August 4, 2013
I have not written a blog here since the election last November. Just too busy with other things. This one is going to be a work in progress. It likely won't be finished in one session.
Our nation is in the middle of commemorating the Civil War Sesquicentennial, noting 150 years since that war. I am old enough to remember the Centennial in the 1960's. It was much bigger. It seems that now it is not politically correct to remember the southern heritage, or to "glorify" the Confederacy. That puts a damper on things. Almost everyone now assumes that Mr. Lincoln was a great hero who did what had to be done to end slavery and bring freedom to all.
This view, however, ignores a dark side of the Union war effort. We forget that Mr. Lincoln arrested southern sympathizers in the Maryland legislature to avoid them voting to secede; and that he imprisoned an Indiana Congressman who spoke out against the war effort. When the Supreme Court ordered him freed, Lincoln refused to obey their order. Now we see parallels in current history with the government doing things of which we disapprove, in the name of national security and safety. In the words of John Dickinson, a dissenting member of Congress in the movie 1776: "No one approves of these things; but these are dangerous times."
A few weeks ago was the 150th anniversary of Gettysburg, generally assumed to be the point at which the southern cause became lost. There was a lot of attention paid to this, and the postal service issued a commemorative stamp. This month marks the 150th anniversary of another incident which is far less known, and much less understood.
In Missouri, the people were very much divided in their loyalties. The state militia tried to organize to fight for the south, but was quickly broken up and expelled from the State. In response, smaller bodies of southern sympathizers loosely organized into guerilla bands and fought Union troops in a bloody little war of their own. The Union commanders tried to suppress this effort by making war on the southern-leaning population, including women and children. One such effort was General Order Number 10, which authorized the imprisoning of the wives and sisters of men known to be fighting for the south. In August, 1863, there were several such young women in a makeshift prison in an old warehouse in Kansas City. The old and unsafe building collapsed on their heads killing four young women and injuring several others, on August 14, 1863. Among the dead was the 14 year old sister of a local guerilla leader known to friends and foes as "Bloody Bill" Anderson.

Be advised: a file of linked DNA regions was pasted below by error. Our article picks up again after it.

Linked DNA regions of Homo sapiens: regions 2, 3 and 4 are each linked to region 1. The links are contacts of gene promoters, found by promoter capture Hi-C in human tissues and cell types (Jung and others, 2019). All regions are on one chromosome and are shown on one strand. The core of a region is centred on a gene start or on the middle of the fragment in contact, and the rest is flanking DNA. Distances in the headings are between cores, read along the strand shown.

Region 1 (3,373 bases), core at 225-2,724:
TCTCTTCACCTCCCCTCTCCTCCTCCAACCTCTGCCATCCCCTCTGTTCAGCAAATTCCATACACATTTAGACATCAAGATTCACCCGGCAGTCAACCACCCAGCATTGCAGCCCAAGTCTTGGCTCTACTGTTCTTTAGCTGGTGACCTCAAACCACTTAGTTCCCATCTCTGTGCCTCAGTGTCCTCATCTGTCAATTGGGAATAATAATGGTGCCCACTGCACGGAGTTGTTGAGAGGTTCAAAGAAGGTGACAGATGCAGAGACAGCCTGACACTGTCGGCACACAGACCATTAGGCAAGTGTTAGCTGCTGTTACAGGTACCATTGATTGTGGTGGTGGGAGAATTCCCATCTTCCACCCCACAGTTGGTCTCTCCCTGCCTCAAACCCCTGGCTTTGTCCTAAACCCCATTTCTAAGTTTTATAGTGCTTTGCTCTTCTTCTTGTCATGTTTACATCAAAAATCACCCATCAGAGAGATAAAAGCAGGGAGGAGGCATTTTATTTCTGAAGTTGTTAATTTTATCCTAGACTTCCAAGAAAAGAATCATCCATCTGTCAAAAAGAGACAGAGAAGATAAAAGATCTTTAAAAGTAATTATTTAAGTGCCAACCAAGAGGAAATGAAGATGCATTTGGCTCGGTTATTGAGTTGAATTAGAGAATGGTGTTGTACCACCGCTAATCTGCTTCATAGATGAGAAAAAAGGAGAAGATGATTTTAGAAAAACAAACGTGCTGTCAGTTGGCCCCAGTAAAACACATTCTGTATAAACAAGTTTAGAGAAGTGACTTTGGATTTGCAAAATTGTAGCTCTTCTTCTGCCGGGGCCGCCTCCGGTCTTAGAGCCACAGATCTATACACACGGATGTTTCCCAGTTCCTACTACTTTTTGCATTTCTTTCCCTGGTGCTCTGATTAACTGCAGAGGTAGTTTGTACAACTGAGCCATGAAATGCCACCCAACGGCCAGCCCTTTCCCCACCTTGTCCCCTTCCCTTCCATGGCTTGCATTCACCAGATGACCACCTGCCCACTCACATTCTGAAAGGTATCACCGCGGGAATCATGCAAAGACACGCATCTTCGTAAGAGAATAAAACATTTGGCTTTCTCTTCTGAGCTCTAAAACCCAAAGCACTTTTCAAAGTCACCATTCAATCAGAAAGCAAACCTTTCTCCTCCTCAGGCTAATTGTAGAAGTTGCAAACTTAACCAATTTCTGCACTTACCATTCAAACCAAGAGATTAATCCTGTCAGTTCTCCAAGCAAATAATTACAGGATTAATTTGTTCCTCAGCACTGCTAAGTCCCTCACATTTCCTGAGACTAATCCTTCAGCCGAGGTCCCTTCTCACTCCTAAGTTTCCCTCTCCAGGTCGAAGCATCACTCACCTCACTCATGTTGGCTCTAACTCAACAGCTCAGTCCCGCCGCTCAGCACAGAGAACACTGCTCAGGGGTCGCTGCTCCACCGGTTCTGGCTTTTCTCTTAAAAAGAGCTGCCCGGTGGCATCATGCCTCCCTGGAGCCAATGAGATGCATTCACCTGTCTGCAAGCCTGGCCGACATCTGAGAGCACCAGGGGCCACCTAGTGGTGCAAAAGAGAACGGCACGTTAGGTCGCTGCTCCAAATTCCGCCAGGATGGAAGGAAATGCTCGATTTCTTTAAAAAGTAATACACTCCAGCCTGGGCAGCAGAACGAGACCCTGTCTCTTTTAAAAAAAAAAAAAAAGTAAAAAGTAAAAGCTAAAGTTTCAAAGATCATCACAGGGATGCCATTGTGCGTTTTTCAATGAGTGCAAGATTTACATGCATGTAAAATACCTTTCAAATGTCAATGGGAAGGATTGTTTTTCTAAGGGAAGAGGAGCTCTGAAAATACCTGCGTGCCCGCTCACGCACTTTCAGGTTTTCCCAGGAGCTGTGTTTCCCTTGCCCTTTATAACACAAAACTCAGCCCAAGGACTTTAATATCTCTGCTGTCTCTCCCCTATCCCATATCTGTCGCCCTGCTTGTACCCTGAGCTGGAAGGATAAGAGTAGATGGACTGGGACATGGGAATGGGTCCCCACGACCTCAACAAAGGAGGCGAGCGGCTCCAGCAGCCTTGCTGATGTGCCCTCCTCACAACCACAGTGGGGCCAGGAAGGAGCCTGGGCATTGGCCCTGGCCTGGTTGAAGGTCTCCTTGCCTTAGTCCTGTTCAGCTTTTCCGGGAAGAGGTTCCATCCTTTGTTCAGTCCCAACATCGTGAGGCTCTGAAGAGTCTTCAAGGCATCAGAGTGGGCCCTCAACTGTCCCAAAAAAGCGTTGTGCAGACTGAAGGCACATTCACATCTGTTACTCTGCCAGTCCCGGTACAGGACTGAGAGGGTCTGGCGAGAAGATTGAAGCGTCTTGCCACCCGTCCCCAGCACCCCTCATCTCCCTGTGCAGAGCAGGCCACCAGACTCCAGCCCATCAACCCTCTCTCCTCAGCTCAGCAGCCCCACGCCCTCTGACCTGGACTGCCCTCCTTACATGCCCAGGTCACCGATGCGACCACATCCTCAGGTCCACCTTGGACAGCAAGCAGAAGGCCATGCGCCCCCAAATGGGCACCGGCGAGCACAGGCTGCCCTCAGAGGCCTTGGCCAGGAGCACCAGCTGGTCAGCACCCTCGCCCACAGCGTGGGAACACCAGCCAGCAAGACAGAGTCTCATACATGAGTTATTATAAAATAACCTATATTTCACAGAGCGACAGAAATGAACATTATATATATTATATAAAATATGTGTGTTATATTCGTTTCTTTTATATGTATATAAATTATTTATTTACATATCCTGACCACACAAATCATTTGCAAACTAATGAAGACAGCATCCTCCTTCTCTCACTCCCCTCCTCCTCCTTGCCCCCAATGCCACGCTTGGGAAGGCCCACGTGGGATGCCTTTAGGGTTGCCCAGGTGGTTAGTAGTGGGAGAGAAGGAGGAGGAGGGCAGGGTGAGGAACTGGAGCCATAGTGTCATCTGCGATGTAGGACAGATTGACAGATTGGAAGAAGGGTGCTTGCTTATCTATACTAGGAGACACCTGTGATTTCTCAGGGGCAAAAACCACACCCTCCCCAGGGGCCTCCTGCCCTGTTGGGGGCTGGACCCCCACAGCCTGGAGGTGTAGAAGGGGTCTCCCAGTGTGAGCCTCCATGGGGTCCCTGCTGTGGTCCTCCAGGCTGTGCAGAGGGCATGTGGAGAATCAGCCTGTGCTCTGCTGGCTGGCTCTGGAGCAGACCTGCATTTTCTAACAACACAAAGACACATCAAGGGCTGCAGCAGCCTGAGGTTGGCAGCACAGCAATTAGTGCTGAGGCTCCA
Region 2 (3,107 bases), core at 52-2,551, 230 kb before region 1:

Needless to say, Bloody Bill and his friends were mad as hell. Some 8 days later, on August 22, 1863, they struck back. In the words of John McCorkle, another guerilla who also lost a sister and who later wrote a book about it: "We could stand it no more."
On the morning of August 22, Bill and his friends hit the pro-Union town of Lawrence, Kansas. This city was the headquarters of the Jayhawks (and still is, famous for their basketball teams), a band of men who had raided Missouri slaveholders and burned them out of their farms. It was also the home of their former leader, now a US Senator, Jim Lane. They wanted to get him and hang him for his crimes. When the raid hit, they made so much noise that Senator Lane jumped out of his bed and watched his home burn from a nearby cornfield.
Others were not so lucky. Up to 200 men were killed. Some were new army recruits in a local training camp. Most were just in the wrong place at the wrong time. Much of the town was destroyed (but no women were harmed).
The guerillas then took off, with local Union Militia trailing them. They dispersed into the countryside and were never caught, except for one fool who got drunk and was left behind. He was killed by an angry mob.
The Union government reacted to this by racheting up the violence another step. You might see a similarity here to the police reaction to the Matthew Stewart incident: more guns and more armor. General Order Number 10 was now followed by General Order Number 11, which essentially depopulated several western Missouri counties, driving out all the people, who were feared to be aiding the enemy. So, it got worse. More people died or lost their homes. All in the name of freedom.
This month, give a little thought to our history. Remember that the government's efforts to suppress "the enemy" are not new. In fact, they are quite mild alongside the efforts of Mr. Lincoln and his minions. So, it is now "politically correct" to see the Union war effort in the prettiest of lights - after all, the "enemy" kept slaves. And if you can make the other guys seem bad enough, just about everything is justified.
RIP, Josephine Anderson and Charity McCorkle, Susan Vandiver and Armenia Gilvey..